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Re: Is "simplicity" a useful architectural constraint?

From: Stephen van Egmond <svanegmond@tinyplanet.ca>
Date: Thu, 3 Jan 2002 16:05:54 -0500
To: "Cohen, Aaron M" <aaron.m.cohen@intel.com>
Cc: "'www-tag@w3.org'" <www-tag@w3.org>
Message-ID: <20020103210554.GA3426@tinyplanet.ca>
Cohen, Aaron M (aaron.m.cohen@intel.com) wrote:
> complexity = (time to implement) + (time to understand specification)
> simplicity = 1 / complexity

By this metric, the CSS2 specification is outrageously complex and not
simple at all.  Which, personally, I haven't found.  It's nearly 4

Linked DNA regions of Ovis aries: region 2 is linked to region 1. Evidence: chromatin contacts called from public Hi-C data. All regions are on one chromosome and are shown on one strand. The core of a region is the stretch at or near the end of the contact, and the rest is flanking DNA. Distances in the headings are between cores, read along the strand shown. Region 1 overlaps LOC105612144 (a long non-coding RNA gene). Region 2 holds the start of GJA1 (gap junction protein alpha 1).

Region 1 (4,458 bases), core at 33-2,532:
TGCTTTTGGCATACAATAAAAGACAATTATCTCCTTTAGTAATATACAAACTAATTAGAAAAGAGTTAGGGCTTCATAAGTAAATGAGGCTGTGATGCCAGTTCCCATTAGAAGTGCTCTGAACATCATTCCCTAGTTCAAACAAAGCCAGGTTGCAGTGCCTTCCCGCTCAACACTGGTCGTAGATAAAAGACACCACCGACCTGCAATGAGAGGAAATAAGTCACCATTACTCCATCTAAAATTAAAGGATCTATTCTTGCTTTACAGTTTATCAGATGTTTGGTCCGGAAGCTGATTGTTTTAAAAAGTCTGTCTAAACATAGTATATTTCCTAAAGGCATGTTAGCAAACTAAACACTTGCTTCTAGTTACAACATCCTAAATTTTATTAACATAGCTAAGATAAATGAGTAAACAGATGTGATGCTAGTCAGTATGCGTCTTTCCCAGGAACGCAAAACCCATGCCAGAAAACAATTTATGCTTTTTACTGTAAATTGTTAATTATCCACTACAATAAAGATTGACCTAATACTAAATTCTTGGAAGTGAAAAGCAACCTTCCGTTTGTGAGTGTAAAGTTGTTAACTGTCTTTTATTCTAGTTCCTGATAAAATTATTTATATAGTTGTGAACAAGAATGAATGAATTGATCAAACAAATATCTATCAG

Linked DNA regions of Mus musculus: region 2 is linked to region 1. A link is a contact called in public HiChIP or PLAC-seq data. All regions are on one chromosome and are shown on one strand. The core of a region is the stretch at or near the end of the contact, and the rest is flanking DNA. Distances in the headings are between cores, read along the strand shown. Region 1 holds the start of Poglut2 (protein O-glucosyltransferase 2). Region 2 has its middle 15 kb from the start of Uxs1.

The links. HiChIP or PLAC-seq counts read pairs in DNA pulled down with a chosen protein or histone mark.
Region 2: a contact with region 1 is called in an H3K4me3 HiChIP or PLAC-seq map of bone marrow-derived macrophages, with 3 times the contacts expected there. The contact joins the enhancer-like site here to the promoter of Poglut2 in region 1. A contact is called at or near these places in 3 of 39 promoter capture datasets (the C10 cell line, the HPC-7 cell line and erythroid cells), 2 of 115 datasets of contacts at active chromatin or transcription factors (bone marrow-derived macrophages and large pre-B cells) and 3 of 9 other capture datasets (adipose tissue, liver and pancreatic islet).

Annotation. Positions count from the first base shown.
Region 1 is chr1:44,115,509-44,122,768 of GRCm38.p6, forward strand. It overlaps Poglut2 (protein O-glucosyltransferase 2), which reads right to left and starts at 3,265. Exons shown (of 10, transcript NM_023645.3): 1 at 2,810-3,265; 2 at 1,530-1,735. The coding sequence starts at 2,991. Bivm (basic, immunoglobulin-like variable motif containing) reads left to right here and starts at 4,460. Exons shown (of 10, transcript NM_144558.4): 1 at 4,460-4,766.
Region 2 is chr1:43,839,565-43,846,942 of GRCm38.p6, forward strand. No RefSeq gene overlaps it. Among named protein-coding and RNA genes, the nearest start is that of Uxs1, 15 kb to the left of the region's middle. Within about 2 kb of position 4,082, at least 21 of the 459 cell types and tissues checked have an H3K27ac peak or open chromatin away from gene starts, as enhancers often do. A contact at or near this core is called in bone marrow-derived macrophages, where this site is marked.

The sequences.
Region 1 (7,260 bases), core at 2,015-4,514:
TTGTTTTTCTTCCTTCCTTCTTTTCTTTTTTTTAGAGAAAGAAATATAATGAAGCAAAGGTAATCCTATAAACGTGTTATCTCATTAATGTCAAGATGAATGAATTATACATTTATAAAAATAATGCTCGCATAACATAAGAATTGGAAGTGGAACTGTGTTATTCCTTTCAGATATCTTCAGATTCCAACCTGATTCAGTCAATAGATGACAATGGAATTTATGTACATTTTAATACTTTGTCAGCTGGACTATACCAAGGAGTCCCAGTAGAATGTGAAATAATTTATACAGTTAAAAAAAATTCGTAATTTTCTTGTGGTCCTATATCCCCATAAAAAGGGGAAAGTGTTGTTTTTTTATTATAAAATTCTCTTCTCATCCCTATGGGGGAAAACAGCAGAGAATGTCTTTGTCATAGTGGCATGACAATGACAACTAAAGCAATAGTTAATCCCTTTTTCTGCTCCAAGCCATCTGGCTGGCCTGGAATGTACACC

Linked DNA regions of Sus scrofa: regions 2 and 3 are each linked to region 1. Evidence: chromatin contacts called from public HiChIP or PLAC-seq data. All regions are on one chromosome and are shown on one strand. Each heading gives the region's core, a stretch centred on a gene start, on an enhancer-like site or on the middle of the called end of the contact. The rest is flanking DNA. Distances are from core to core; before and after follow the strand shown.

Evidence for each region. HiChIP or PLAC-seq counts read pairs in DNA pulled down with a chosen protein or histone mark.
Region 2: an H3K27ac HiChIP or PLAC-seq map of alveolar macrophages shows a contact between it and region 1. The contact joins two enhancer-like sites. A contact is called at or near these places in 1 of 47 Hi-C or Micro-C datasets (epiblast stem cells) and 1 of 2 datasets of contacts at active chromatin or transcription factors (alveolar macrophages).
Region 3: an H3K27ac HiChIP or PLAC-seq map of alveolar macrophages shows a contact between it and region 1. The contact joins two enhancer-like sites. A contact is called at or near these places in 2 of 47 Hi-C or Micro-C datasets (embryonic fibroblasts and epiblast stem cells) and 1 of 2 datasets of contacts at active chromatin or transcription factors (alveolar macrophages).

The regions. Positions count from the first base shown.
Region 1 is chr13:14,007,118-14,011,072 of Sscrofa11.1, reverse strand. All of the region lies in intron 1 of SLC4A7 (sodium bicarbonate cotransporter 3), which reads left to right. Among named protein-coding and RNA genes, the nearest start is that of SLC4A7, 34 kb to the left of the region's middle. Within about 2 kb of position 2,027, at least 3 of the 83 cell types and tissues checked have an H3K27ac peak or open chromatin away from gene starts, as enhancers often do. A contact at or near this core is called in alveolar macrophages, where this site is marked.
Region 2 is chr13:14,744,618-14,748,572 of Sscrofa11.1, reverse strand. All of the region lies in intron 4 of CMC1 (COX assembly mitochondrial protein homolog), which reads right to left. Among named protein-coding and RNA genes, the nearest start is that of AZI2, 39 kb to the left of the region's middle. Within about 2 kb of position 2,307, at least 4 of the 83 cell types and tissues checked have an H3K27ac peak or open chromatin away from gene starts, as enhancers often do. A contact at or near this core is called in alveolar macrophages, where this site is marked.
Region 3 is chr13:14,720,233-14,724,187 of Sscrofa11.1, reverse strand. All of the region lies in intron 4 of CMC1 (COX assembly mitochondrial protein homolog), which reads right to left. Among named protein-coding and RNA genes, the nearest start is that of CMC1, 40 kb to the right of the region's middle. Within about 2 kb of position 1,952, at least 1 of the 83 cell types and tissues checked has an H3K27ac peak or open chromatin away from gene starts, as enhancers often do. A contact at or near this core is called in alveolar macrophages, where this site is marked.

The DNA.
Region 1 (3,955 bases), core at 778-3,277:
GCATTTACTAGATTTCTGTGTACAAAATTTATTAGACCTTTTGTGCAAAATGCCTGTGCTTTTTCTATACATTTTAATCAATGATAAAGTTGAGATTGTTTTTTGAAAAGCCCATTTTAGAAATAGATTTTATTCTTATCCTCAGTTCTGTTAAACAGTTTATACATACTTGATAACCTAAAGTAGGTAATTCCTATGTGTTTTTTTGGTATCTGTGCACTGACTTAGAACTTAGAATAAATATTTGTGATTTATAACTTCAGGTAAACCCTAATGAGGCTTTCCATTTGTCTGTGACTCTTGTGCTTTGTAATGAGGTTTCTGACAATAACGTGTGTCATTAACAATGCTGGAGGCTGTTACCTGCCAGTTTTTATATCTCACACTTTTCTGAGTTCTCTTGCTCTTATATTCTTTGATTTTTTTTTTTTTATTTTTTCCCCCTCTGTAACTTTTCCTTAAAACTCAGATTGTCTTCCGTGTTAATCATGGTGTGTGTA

years old now, and you might say that support is solidifying now.

Keep in mind that we're talking about architecture, and not individual
specifications or technologies.

In software, software that has low complexity or high simplicity is
usually a pleasure to work with: it's easy to improve, refine, and
explore.  If some software modules need to be tossed, it's not a problem.

In the web architecture area, substitute "technology" for "software
modules" and you get an idea: are web technologies easy to improve,
refine, and explore?  If given technologies prove to be nightmares, is
it easy?

The highly interdependent nature of current XML-related standards tends
to decrease their simplicity and boost their complexity.  James Clark's
commentary before Christmas might provide some interesting insight on
that angle - see the other thread.

- Steve
Received on Thursday, 3 January 2002 16:14:19 GMT

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